“A torus… is the structure of neurosis, in as much as desire can, from the indefinitely innumerable repetition of demand, be looped in two terms. It is on this condition at least that the contrabanding of the subject is decided – in this saying that is called interpretation.” (L’Étourdit).

Human suffering itself exhibits the characteristics of a toric loop: “Man goes round in circles because the structure, the structure of man, is toric”, Lacan says in 1976, before adding yet another extension to his proposition: “The world is toric” (Seminar XXIV, 14th December 1976).

The Other as the space of combinatives

By quoting from his work of the early 1950s through to the late 1970s it should be clear that Lacan’s adventures in topology were not restricted to his later years of failing health, and what some believe was the onset of dementia. Topology rather provided him with an alternative approach to the same problems which, as we have seen, had a rich pedigree stretching back to Freud.

For Miller, Lacan’s intensified interest in topology in his late work can be read as part of a series alongside his other approaches which used signifiers, mathemes, schemas, and a playfulness of orthography. They all share one common quality, for Miller: the combinative. “Topology”, Miller writes, “consists of a series of matrices, of signifying combinatives” (p.35).

Coming full circle, we can see this same combinative is at stake in the bridges of Königsberg that we started with.

A signifying network, likewise, is an organised topology of combinatives. For signifiers and language we can substitute points and neighbourhoods of a topological set, and we will still be talking about the same thing. The Other is the space of combinatives that make up a topology. As for the subject, according to Miller, this remains the insubstantial subject-as-effect-of-the-signifier that we are familiar with from Lacan’s earlier work of the fifties and sixties; the only substance in psychoanalysis is jouissance:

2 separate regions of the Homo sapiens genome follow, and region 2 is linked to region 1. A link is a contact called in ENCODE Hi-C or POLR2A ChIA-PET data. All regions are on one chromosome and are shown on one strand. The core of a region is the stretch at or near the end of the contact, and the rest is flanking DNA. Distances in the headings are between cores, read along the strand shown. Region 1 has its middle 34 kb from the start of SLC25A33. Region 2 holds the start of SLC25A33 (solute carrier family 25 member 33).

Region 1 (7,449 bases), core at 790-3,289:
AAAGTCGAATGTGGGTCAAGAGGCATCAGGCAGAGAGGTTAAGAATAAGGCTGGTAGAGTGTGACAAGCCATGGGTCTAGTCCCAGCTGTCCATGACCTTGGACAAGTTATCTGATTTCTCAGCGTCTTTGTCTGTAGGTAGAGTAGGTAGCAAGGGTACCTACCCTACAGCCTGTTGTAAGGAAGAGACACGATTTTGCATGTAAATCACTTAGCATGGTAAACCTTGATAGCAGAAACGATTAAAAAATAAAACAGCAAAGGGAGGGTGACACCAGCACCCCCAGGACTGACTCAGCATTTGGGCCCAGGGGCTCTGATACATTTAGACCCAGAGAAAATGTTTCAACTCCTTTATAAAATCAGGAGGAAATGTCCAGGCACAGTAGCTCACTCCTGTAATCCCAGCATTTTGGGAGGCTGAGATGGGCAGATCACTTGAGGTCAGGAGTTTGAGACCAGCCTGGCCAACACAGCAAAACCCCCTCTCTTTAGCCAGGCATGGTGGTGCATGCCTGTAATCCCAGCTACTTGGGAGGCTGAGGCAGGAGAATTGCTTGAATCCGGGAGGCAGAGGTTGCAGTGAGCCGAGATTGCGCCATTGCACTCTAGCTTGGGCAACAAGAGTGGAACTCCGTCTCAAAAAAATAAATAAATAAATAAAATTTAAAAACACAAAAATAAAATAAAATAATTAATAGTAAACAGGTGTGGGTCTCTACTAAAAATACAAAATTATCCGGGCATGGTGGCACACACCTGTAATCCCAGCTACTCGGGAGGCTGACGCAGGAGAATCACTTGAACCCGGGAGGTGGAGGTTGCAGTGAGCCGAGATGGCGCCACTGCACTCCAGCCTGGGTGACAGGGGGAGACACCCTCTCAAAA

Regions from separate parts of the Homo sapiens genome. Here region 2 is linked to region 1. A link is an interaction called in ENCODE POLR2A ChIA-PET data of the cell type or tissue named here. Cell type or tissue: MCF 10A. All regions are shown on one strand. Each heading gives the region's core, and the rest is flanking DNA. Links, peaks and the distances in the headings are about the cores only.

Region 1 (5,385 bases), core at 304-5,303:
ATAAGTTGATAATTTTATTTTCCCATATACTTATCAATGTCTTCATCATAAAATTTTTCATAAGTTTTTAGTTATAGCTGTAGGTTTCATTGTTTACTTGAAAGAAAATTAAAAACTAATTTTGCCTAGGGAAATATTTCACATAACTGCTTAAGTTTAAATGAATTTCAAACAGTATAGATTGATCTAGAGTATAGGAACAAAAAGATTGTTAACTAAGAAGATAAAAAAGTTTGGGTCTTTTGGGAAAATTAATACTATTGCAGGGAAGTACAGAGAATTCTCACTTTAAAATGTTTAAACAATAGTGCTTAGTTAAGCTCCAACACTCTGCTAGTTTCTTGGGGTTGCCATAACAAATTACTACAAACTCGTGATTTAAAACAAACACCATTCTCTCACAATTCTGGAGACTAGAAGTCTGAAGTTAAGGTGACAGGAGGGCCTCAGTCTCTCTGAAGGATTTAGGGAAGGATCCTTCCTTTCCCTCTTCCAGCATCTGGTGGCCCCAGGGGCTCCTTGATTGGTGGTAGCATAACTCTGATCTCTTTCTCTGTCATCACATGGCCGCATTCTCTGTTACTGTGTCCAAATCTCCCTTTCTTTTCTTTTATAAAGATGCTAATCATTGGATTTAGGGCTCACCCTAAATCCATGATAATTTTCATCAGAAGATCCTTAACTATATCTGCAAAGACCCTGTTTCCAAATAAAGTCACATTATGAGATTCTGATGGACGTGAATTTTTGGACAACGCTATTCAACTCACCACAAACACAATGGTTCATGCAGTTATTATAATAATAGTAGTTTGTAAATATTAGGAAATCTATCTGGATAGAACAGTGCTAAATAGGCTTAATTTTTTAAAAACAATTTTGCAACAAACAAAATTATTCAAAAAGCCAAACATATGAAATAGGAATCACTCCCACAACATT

“He [Lacan] discovered a way, in the theory of games, of sets, and in a broader sense in topology’s combinative, to assure the subsistence of the subject with no substance whatsoever, by proposing… the place of the Other as a space of combinatives, the condition for proposing the insubstantial subject, in which all the substance of the analytic experience resides. Lacan evokes a single substance as the substance of analysis: jouissance” ( p.39).

In the second part of this series we will try to bridge the gap between all this theory and its litmus test in practical application.

We will look at how these topological theories can be applied to the real world, using clinical examples from analysts who think about their cases in these ways.

As Miller points out above, a progression from one topology to another can be used to delimit space, and it is in recognising and working with this fact that some practitioners of the Lacanian orientation have found a way of intervening therapeutically to deal with the true enemy in a psychoanalysis: jouissance.

By Owen Hewitson,